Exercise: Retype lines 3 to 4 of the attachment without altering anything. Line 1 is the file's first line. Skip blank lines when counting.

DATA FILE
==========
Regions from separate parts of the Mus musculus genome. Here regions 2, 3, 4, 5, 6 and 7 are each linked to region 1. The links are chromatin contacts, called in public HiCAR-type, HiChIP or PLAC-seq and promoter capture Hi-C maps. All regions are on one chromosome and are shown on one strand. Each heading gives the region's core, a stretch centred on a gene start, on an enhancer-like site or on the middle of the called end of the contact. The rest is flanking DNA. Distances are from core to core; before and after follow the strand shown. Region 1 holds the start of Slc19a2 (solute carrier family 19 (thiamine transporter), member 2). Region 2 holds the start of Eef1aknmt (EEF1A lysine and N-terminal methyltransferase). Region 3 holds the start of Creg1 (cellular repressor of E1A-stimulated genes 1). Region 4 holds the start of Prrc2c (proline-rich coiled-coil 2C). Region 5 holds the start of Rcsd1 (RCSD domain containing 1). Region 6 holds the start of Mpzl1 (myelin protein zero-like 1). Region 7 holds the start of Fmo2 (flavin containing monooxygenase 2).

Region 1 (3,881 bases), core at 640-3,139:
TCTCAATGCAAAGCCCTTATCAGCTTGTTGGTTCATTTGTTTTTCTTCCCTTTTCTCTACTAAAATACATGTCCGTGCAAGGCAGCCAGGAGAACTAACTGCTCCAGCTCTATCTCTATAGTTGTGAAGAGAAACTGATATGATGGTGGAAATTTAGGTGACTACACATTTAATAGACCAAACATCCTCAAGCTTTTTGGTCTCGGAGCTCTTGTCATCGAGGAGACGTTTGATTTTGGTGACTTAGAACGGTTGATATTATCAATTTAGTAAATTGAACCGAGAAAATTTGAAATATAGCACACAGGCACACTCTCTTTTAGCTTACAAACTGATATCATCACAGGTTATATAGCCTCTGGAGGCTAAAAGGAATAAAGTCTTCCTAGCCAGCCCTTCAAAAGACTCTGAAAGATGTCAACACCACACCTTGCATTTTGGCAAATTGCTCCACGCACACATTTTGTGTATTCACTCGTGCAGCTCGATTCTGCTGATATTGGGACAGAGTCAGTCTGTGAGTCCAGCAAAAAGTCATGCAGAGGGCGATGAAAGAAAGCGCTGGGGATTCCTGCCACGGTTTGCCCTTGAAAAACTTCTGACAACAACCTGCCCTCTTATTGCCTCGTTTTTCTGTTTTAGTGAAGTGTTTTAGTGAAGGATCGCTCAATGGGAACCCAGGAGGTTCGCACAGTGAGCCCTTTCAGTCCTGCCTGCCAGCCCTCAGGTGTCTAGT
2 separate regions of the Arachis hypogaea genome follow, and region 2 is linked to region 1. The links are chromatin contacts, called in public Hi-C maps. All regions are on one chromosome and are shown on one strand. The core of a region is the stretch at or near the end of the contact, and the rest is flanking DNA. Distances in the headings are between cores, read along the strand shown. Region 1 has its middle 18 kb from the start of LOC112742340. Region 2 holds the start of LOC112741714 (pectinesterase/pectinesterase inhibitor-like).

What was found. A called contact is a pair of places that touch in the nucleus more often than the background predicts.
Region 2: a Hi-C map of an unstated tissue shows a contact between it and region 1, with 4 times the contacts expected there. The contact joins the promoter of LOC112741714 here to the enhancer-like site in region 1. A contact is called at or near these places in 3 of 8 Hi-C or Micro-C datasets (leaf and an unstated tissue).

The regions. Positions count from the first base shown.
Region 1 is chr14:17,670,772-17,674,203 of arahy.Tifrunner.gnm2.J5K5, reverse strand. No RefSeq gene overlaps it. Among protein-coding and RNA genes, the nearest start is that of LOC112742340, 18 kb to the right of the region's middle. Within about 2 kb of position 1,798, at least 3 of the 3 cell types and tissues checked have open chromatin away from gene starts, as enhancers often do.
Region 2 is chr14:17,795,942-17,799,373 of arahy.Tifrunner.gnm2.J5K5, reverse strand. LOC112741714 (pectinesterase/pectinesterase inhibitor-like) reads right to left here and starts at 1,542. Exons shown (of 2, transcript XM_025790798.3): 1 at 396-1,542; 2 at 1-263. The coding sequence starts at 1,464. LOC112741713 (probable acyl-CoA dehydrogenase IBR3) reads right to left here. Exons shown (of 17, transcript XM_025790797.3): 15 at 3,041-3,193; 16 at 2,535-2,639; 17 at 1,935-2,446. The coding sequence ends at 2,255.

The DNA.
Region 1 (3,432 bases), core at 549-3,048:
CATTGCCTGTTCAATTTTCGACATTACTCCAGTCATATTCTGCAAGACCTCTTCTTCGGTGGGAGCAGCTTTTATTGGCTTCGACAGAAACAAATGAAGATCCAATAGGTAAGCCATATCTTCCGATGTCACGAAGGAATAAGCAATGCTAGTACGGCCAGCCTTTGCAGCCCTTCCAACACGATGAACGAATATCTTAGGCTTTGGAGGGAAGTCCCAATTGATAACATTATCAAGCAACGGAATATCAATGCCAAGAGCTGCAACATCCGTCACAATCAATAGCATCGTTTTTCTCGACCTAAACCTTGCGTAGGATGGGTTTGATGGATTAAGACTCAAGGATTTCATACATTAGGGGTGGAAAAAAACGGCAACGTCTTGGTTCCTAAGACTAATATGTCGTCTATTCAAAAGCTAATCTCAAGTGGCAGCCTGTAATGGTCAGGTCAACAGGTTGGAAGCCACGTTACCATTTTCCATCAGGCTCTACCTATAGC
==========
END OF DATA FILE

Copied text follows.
TCTCAATGCAAAGCCCTTATCAGCTTGTTGGTTCATTTGTTTTTCTTCCCTTTTCTCTACTAAAATACATGTCCGTGCAAGGCAGCCAGGAGAACTAACTGCTCCAGCTCTATCTCTATAGTTGTGAAGAGAAACTGATATGATGGTGGAAATTTAGGTGACTACACATTTAATAGACCAAACATCCTCAAGCTTTTTGGTCTCGGAGCTCTTGTCATCGAGGAGACGTTTGATTTTGGTGACTTAGAACGGTTGATATTATCAATTTAGTAAATTGAACCGAGAAAATTTGAAATATAGCACACAGGCACACTCTCTTTTAGCTTACAAACTGATATCATCACAGGTTATATAGCCTCTGGAGGCTAAAAGGAATAAAGTCTTCCTAGCCAGCCCTTCAAAAGACTCTGAAAGATGTCAACACCACACCTTGCATTTTGGCAAATTGCTCCACGCACACATTTTGTGTATTCACTCGTGCAGCTCGATTCTGCTGATATTGGGACAGAGTCAGTCTGTGAGTCCAGCAAAAAGTCATGCAGAGGGCGATGAAAGAAAGCGCTGGGGATTCCTGCCACGGTTTGCCCTTGAAAAACTTCTGACAACAACCTGCCCTCTTATTGCCTCGTTTTTCTGTTTTAGTGAAGTGTTTTAGTGAAGGATCGCTCAATGGGAACCCAGGAGGTTCGCACAGTGAGCCCTTTCAGTCCTGCCTGCCAGCCCTCAGGTGTCTAGT
2 separate regions of the Arachis hypogaea genome follow, and region 2 is linked to region 1. The links are chromatin contacts, called in public Hi-C maps. All regions are on one chromosome and are shown on one strand. The core of a region is the stretch at or near the end of the contact, and the rest is flanking DNA. Distances in the headings are between cores, read along the strand shown. Region 1 has its middle 18 kb from the start of LOC112742340. Region 2 holds the start of LOC112741714 (pectinesterase/pectinesterase inhibitor-like).